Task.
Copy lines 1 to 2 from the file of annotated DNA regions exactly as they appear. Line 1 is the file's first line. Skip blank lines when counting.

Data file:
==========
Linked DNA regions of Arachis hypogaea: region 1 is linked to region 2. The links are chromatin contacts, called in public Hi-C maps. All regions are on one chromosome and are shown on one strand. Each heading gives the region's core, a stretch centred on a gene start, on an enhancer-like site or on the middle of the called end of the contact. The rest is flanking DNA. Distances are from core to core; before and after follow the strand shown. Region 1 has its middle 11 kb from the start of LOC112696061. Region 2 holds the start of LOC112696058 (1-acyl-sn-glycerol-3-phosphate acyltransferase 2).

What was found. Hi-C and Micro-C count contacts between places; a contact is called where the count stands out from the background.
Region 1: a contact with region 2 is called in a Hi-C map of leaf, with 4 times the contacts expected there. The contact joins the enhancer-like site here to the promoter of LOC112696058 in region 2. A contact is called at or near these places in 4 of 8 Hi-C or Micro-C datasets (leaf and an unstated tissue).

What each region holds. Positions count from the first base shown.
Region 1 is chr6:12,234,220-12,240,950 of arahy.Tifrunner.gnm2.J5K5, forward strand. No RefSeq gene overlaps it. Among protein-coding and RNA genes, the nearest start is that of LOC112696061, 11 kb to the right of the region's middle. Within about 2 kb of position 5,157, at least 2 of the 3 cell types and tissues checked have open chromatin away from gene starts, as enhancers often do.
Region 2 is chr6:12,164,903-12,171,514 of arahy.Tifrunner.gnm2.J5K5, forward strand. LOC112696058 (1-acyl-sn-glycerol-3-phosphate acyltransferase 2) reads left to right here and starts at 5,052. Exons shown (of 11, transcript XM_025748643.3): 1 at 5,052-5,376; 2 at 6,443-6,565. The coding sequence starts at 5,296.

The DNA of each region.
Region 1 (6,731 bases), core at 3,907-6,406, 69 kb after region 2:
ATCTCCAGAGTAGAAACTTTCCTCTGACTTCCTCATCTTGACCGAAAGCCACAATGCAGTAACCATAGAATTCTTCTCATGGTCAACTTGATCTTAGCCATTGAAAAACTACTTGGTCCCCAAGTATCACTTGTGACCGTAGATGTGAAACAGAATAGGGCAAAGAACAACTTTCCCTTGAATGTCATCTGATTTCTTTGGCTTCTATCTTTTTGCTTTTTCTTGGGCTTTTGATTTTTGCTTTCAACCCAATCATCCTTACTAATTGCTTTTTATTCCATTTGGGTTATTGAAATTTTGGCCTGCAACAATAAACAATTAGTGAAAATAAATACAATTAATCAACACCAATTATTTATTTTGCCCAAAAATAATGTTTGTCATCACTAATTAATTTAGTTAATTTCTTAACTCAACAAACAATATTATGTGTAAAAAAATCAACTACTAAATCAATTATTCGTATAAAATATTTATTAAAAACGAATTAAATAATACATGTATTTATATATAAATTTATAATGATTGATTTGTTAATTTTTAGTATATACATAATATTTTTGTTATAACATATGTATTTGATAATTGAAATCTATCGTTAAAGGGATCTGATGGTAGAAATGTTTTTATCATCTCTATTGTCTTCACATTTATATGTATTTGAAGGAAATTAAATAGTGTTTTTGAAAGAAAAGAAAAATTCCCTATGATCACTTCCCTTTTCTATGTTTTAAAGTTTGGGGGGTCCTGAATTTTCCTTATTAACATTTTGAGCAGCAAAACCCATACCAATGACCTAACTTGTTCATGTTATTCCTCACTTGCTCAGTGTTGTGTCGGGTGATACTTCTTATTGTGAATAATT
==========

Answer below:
Linked DNA regions of Arachis hypogaea: region 1 is linked to region 2. The links are chromatin contacts, called in public Hi-C maps. All regions are on one chromosome and are shown on one strand. Each heading gives the region's core, a stretch centred on a gene start, on an enhancer-like site or on the middle of the called end of the contact. The rest is flanking DNA. Distances are from core to core; before and after follow the strand shown. Region 1 has its middle 11 kb from the start of LOC112696061. Region 2 holds the start of LOC112696058 (1-acyl-sn-glycerol-3-phosphate acyltransferase 2).

What was found. Hi-C and Micro-C count contacts between places; a contact is called where the count stands out from the background.